This idea of bringing reputable, well known individuals that will inspire this kind of thinking is what led Bockover to book Jenny Boylan. The audience consisted of an array of people including students, faculty, and local Arcata civilians alike. It wasn’t the largest crowd, but everyone there was undoubtedly engaged and moved by the words of Jenny Boylan.

As casual, conversational and at times humorous as Boylan’s talk was, that had no effect on the emotional impact her content had on the audience. At one point in her talk she shared a story about her life as a college student.

“In those days I lived a double life, female out of the classroom, male when I was on campus,” said Boylan. “There was a girl we’ll call Scarlet, who had a very dissatisfying relationship with me.”

One night when Boylan was out on the town, dressed as a women, she ran into Scarlet at a club. Because she was dressed as a women, Scarlet didn’t recognize her. They had a moment in the bathroom where Scarlet was crying, she was crying over “some boy.” That boy was Jenny Boylan. While they were in the bathroom, Boylan gave Scarlet a tissue under the divider of the stall where their fingers touched for a fraction of a second.

“It was complexified equilibrium, all right,” said  Boylan.

The term “complexified equilibrium” was brought up throughout Boylan’s talk. It’s a term she defined as being when things have to continuously change and grow in order to reach a sense of equilibrium. Life isn’t simple, life isn’t stagnant, and we must be willing to accept an inevitably ever changing world in order to maintain what she defines as a sense of equilibrium.

There was a short Q and A after the talk. Abby Hamburg, a 21-year-old HSU communications major, was anxious to meet one of his idols and get the chance to ask her a question.

“Do you still dream of going to space?” Hamburg asked. “And what advice do you have to those of us still stuck in the forest playing our version of ‘girl planet’?”

This question was in reference to one of Boylan’s books She’s Not There, where she shared her childhood fantasy of being an astronaut.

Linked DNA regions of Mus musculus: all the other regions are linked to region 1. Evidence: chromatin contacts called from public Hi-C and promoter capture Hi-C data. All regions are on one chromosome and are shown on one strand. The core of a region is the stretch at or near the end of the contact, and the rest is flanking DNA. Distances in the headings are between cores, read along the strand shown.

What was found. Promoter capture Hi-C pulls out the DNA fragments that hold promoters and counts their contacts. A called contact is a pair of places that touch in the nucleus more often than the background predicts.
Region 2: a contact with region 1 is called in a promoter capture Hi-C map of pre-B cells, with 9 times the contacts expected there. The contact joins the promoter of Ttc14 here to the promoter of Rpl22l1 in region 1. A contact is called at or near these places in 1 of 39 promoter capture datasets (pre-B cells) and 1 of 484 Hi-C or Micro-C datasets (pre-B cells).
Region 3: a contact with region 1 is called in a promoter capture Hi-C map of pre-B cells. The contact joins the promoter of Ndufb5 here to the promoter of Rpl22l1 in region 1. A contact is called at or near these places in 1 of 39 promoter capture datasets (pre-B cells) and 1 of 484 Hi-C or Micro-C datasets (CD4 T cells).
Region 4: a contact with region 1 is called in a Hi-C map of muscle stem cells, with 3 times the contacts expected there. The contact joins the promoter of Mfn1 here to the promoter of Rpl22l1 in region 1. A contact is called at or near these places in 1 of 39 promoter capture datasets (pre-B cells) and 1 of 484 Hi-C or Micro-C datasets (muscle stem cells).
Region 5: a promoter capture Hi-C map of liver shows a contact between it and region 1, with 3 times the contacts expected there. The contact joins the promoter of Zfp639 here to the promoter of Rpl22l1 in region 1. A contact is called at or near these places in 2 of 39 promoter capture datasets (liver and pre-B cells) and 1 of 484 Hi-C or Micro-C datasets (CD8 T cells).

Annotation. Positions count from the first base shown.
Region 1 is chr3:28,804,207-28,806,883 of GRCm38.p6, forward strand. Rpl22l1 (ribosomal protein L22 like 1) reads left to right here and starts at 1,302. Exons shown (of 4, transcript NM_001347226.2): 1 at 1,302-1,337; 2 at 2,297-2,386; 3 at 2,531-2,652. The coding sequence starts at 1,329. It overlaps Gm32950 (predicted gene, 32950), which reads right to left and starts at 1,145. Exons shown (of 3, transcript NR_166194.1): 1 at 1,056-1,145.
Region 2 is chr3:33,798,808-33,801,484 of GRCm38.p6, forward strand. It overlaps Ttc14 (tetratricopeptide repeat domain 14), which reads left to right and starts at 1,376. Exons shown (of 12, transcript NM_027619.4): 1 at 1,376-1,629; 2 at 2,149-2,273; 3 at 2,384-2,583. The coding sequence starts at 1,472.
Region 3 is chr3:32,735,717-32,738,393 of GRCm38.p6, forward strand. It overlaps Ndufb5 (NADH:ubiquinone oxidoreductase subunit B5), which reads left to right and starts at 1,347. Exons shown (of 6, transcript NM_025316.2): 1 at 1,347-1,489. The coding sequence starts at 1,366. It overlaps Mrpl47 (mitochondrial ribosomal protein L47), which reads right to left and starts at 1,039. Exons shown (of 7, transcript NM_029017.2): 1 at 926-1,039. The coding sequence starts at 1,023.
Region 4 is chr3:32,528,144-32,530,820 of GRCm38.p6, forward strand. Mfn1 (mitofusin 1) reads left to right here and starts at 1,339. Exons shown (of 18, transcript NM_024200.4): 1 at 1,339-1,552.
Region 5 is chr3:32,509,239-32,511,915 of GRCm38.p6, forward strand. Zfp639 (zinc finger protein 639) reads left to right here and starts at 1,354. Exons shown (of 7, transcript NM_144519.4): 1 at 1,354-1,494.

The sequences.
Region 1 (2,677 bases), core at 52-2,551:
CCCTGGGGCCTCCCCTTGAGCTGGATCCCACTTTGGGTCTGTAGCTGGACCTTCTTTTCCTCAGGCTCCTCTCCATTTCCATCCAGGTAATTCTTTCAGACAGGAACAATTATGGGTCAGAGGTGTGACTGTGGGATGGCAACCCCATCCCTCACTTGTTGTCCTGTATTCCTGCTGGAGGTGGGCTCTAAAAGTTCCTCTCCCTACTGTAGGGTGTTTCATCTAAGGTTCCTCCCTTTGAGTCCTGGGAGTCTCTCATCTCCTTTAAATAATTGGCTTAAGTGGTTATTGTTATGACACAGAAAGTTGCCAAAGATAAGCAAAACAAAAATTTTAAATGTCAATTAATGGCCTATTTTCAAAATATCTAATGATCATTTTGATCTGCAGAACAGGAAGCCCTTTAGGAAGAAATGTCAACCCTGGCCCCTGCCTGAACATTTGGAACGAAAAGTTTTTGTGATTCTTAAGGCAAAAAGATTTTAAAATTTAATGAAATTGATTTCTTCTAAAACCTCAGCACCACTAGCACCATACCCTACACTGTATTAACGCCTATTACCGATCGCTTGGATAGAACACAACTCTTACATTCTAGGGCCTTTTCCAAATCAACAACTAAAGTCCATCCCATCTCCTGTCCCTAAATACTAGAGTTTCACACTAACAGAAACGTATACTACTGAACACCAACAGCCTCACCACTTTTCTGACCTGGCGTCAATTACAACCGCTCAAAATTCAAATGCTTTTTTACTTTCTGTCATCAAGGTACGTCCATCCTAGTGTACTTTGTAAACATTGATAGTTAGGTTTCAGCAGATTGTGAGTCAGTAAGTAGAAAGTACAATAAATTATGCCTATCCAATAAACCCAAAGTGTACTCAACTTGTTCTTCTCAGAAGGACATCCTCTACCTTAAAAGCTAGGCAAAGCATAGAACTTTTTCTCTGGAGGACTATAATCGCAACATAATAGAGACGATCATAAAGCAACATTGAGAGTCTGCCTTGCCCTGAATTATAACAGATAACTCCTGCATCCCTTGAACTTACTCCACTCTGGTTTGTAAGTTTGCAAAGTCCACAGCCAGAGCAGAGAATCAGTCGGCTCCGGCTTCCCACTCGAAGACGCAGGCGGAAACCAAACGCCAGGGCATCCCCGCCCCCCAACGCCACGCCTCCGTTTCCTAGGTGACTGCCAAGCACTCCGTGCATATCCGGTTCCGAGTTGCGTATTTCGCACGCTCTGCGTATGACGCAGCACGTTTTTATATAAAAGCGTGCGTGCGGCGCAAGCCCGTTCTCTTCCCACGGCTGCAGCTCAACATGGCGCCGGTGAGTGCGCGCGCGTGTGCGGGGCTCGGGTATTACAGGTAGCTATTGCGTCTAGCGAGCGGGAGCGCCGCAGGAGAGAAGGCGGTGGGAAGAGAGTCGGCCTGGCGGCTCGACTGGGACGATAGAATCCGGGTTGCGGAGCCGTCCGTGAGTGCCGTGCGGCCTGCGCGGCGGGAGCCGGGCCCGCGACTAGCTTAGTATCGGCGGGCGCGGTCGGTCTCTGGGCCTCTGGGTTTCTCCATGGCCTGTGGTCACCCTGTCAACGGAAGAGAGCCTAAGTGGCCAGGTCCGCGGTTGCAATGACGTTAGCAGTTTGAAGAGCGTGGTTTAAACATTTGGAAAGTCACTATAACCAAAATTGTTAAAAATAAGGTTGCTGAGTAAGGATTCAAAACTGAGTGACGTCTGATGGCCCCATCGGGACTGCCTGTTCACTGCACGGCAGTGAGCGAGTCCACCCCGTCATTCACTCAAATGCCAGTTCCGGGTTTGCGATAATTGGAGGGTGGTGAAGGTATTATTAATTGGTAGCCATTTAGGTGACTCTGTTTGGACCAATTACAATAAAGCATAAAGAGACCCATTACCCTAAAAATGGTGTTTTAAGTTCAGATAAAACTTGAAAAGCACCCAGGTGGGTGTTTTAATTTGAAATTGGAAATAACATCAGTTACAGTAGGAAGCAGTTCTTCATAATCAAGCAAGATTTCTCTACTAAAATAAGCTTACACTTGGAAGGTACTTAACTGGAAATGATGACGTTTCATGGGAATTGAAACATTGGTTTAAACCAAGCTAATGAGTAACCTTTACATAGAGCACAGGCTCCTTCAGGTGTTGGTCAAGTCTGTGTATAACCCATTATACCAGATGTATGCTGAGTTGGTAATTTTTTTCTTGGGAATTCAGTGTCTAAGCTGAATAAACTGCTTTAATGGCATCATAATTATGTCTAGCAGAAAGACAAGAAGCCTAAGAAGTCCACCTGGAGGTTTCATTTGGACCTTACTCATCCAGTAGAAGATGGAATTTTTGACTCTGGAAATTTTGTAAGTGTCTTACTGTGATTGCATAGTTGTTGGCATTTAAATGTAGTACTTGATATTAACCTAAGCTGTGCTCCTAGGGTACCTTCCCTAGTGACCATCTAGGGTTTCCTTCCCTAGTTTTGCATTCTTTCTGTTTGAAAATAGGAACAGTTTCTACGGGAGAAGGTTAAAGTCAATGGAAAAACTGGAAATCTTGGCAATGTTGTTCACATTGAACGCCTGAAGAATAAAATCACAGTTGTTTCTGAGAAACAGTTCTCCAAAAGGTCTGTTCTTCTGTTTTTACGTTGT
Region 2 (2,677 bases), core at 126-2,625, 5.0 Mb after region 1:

“There’s a chapter in my book, where I talk about when I was a kid how I would pretend I’d crash landed on a distant planet where the atmosphere turned me into a girl,” Boylan said. She went on to address a little about her dreams of going to space and how it’s always been a fantasy for her. Boylan was clearly touched by the personal question.

Boylan reassured Hamburg to follow his dreams, and to never stop being true to yourself. Ultimately the message of her talk boiled down to this, to keep an open mind and unapologetically love yourself and everyone around you.



Humboldt Pride: torn in two

By Belen Flores
Flapjack staff

Humboldt Pride is held every September and it was torn in two this year. Not only did were there marchers but there was also protesters at the end of the parade in Halvorsen Park. One of the most memorable posters read “ Humboldt Pride Is Not Here To Serve The Community Or The LGBTQ+ Liberation (They Are An Over-Aged Prom Committee).”

Neesh Wells, 19, student at HSU appreciated people that had voiced their opinion on how the parade can better improve and make it a safe space for everyone.

“I think it is important to have a safe space like pride in order to come together and celebrate the diversity in the queer community,”Wells said. “I feel as though those protesting should be more mindful of taking that into consideration.”

Although marchers knew about the protest they still kept a joyful outlook on the day they are able to proudly celebrate a community they are part of. Kelsey Young, 22, an Arcata resident, has been to many pride parades but this year was her first year marching in the parade.

“Marching in the parade was so positive,” Young said. “It was such a big turn out and seeing everyone that understand or at least support LGBTQ+ issues was uplifting.”

Once everyone had finished the parade and had made it to Halvorsen Park, people were able to join the festivities. From drag shows to musical performances the event was filled with positives vibes people had come to expect. There was a variety of booths that were available for everyone to see. The Queer Resource Center and the Eric Rofes Multicultural Queer Resource Center from Humboldt State made an appearance in hopes of making people more aware that HSU has many queer resources on campus.

The planning of the parade seemed like a difficult and stressful task to coordinate.
Nicki Viso, Mike Kirakoysan and Sierra Farmer were the organizers of the parade this year. They were able to split up tasks and have a successful event.

“Many hands make light work!” Kirakoysan said. “It was stressful at times though, but the end result was worth the effort.”

CAt the end of the event Viso said she felt really accomplished and had expressed.

“I felt really awesome afterwards, knowing I had a hand in the parade’s success,” Viso said.